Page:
Understanding the Fascinating World of Dreams
“I was walking down a dark street, whistling and enjoying the darkness. Suddenly, I heard footsteps. Somebody was following me. I tried to run but my legs were cement. I couldn’t budge. I screamed. Nobody heard me. My heart was beating so fast. I was terrified. I didn’t know what to do.”
Maria continued: “I woke up in a cold sweat, shaken by the dream and wondered what it meant. I couldn’t figure it out. I have no enemies. There’s nothing that’s scaring me in real life. So, I kind of just tried to get it out of my mind by telling myself it’s just a dream.”
Dreams are mysterious. We’re both fascinated and perplexed by them. When they frighten us, we try to push them aside, saying “it’s just a dream.” Too bad. We can learn a lot from our dreams once we learn to speak their language.
Their language? What language do dreams speak?
The language of metaphor. A metaphor is figurative language that connects one thing to another. Metaphors can be quite powerful as they move beyond literal language, forcing our brains to work harder to understand the connections.
Simple metaphors, such as “he’s a shining star,” are easily understood. More complex metaphors, however, require us to contemplate their meaning. Once we understand what our dream metaphor is trying to tell us, however, we can be deeply moved.
Though there are universal dream themes, your dream is unique to you. It is born of your subconscious. You intuitively know that your dream is trying to tell you something, and yet often you don’t have a clue about what your dream means until you bring your dream to life. How do you do that? Start by repeating the dream in the first person, present tense.
“I am walking down a dark street, whistling and enjoying the darkness. Suddenly, I hear footsteps. Somebody is following me. I try to run but my legs are cement. I can’t budge. I scream. Nobody hears me. My heart is beating so fast. I am terrified. I don’t know what to do.”
Already the dream is becoming more personal, just by putting it in the present tense. Next, begin to see all the elements of the dream as part of your persona. You probably recognize “you” as yourself, but do you recognize that you are also the “somebody” who is following you? As well as the “helpless person” who “doesn’t know what to do;” the “dark street” that you’re walking down; your “cement legs” that won’t move.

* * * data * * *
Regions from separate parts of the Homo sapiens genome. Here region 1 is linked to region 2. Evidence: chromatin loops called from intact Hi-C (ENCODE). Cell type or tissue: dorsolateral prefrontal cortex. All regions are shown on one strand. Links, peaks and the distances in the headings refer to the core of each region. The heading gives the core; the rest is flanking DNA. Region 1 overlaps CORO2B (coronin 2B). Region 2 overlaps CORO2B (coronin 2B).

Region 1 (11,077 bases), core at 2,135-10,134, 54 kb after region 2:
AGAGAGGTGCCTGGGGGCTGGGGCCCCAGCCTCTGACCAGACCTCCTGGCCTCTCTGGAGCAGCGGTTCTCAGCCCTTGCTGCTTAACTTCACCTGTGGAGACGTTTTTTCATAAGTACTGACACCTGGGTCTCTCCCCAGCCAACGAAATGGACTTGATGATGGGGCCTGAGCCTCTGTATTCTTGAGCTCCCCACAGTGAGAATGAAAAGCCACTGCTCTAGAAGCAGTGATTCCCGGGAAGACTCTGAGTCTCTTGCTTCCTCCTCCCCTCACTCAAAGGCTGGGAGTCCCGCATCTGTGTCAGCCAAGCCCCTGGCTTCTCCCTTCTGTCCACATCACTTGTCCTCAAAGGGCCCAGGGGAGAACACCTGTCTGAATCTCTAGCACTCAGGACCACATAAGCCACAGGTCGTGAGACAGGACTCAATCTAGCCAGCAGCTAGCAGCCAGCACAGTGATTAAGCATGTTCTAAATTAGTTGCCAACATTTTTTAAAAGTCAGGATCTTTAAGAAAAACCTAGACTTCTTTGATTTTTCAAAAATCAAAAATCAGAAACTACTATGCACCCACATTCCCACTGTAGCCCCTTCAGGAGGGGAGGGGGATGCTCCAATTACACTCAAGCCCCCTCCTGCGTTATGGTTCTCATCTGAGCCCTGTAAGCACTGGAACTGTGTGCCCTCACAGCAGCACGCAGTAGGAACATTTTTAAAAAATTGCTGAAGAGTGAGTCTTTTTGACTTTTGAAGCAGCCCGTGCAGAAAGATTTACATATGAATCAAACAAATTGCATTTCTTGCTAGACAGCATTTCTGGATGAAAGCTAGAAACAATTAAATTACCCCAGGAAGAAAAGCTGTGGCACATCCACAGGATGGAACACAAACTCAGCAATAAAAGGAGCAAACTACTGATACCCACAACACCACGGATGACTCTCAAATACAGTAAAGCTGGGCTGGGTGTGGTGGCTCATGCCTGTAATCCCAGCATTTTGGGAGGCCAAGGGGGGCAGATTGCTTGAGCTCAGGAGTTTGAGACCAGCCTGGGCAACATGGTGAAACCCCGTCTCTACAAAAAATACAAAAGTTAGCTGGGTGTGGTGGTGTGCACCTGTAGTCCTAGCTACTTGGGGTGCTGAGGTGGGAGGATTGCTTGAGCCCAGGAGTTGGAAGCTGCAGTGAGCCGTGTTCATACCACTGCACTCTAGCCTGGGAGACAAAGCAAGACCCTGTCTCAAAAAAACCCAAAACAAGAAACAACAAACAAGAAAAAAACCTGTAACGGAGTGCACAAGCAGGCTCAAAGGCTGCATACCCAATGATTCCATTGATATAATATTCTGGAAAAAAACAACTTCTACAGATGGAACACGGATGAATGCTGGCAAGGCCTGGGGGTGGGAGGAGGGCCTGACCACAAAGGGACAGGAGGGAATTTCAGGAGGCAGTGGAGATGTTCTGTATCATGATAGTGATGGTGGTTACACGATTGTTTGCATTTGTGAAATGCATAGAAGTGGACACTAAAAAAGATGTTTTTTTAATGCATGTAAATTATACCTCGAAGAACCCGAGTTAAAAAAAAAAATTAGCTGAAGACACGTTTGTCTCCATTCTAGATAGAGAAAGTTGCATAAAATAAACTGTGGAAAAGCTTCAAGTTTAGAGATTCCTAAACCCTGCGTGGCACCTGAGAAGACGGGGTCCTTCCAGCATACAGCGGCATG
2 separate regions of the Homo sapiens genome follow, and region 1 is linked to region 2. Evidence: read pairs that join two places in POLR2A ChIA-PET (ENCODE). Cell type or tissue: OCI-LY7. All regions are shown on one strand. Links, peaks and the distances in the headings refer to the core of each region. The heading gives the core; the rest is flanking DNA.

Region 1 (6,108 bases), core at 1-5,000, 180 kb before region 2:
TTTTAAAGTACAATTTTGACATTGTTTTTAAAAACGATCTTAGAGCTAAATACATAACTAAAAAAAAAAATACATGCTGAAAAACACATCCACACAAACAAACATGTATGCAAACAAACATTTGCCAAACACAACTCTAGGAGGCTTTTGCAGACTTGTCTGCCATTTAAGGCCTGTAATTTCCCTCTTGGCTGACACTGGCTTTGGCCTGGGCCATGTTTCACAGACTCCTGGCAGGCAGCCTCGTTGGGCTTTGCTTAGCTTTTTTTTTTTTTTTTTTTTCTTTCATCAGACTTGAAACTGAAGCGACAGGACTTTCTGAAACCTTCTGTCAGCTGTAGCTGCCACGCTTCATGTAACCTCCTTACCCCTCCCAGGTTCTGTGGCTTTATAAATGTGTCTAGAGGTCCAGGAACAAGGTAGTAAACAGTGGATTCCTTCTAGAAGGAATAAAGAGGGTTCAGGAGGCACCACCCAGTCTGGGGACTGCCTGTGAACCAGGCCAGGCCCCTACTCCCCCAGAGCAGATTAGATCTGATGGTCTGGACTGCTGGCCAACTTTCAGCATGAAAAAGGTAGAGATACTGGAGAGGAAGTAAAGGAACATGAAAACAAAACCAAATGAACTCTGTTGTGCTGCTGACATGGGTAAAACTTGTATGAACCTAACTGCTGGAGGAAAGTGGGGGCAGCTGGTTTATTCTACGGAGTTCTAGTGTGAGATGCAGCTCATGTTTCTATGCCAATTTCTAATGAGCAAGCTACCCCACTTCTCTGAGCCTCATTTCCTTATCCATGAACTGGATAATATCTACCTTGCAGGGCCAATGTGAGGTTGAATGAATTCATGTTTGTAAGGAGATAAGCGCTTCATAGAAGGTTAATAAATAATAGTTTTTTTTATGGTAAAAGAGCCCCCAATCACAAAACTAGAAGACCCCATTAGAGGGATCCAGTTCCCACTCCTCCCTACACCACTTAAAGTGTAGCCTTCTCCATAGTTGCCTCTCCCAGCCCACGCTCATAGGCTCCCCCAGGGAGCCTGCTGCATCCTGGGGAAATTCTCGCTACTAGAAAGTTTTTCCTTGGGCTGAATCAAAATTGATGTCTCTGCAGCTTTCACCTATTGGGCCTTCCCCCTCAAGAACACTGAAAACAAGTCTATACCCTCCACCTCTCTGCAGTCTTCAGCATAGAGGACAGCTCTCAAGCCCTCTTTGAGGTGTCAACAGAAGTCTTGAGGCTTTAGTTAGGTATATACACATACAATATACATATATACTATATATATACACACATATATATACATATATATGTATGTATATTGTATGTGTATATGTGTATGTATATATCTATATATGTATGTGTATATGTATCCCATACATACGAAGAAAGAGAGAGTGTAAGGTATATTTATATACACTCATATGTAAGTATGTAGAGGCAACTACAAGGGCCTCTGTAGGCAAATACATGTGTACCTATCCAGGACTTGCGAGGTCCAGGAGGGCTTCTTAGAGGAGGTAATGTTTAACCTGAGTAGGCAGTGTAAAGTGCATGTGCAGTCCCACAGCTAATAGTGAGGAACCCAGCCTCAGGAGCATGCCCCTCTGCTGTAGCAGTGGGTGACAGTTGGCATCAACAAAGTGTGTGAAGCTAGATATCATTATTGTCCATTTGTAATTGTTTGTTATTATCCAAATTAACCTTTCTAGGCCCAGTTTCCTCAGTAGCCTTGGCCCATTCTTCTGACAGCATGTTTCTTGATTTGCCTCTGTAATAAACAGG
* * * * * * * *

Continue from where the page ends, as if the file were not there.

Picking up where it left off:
Ah yes, there are a lot of essential elements in your dream that are all part of your persona. In your sleep, you have ingeniously weaved them into this play. Did you know you were so creative?
Now it’s time to create a dialogue between the different elements, (i.e. the easygoing part of you as well as the part of you that’s terrified). Once you hear one part of your persona speak to another part, you’ll enrich your understanding of your conflict.
As Maria explored her dream, she realized that though a part of her (her outward persona) was confident and competent, another part of her (that she keeps hidden) is frightened that she doesn’t measure up to others’ expectations. She feels all alone with her fears (no wonder she keeps them hidden) and believes she has no one to turn to and doesn’t know what to do.
If you have had a similar dream to Maria’s, does her interpretation apply to you? No, for dreams are unique to each individual. No other person has your specific combination of emotions and experiences.
So, if you want to learn more about yourself, don’t hesitate to take the time to explore your dreams. The payoff can be immense as you learn about the hidden dimensions of your personality and how to integrate them into a multidimensional you.
Dream scene image available from Shutterstock
Sapadin, L. (2018). Understanding the Fascinating World of Dreams. Psych Central. Retrieved on April 4, 2020, from https://psychcentral.com/blog/understanding-the-fascinating-world-of-dreams/